The fourth wave of international student mobility
Published on January 14, 2021
Rahul Choudaha, PhD
Director at GMAC | Analyst and evangelist of management education and careers
International student mobility is shaped by a complex interplay of national contexts, external factors, institutional characteristics, and individual preferences. The framework of ‘three waves of international student mobility’ analyses how external factors have influenced the choices and preferences of globally mobile students.
Wave I was shaped by the terrorist attacks of 2001, resulting in the United States losing its attractiveness as a country for international students to alternative destinations such as Australia, Canada, and the United Kingdom. Wave II was triggered by the global financial recession in 2008 and prompted many US universities to become proactive in recruiting international students. A new political order defined wave III in 2016 in the wake of Brexit and the American presidential election.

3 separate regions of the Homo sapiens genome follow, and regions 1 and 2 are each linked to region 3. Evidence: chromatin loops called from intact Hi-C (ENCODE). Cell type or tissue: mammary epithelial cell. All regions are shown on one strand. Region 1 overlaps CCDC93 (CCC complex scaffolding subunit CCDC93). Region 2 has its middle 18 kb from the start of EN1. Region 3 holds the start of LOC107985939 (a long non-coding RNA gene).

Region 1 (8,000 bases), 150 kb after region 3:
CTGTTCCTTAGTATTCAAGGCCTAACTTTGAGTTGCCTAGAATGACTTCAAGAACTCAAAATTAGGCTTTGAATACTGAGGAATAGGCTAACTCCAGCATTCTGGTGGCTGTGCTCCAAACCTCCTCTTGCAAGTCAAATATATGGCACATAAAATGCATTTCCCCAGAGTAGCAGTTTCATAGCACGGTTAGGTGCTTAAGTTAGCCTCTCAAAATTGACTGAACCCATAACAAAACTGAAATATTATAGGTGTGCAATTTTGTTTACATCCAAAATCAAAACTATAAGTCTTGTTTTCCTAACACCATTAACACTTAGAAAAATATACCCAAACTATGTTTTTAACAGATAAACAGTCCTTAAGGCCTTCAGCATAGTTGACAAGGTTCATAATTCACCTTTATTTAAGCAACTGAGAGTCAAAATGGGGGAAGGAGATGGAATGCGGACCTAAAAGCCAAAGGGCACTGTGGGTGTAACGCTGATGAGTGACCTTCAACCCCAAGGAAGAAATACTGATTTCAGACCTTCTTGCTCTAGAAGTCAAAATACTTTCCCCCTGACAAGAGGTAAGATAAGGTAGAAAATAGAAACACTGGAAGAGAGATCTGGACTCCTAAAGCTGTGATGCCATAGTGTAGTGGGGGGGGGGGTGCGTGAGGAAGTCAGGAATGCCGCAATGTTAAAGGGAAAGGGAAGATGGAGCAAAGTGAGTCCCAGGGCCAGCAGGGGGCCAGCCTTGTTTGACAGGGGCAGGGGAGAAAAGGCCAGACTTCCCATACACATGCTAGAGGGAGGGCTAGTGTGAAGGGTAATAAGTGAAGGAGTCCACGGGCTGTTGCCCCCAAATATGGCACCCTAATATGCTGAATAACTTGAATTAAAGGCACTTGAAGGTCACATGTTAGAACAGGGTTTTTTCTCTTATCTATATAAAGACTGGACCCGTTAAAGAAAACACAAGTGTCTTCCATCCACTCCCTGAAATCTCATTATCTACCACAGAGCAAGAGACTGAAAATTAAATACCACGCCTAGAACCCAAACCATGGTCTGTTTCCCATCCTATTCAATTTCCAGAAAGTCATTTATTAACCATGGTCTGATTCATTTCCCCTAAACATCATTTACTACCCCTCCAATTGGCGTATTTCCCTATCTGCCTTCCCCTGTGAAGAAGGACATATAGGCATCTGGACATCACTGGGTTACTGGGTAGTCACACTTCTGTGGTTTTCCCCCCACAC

Now, COVID-19 is impacting global higher education systems around the world and erecting new barriers for student mobility. At the same time, the future of the US and the UK visa and immigration policies may become more welcoming compared to the previous four years. This shift is a reversal from what triggered the third wave in 2016. Prospective international students may consider the US and the UK more favorably and this may have a ripple effect of intensifying the competition for international student recruitment.
In sum, COVID-19 uncertainty, coupled with political changes in the US and the UK, suggests the beginning of the fourth wave of international mobility.
Read the original article published in University World News.
Shifting candidate journeys and enrollment strategies, GMAC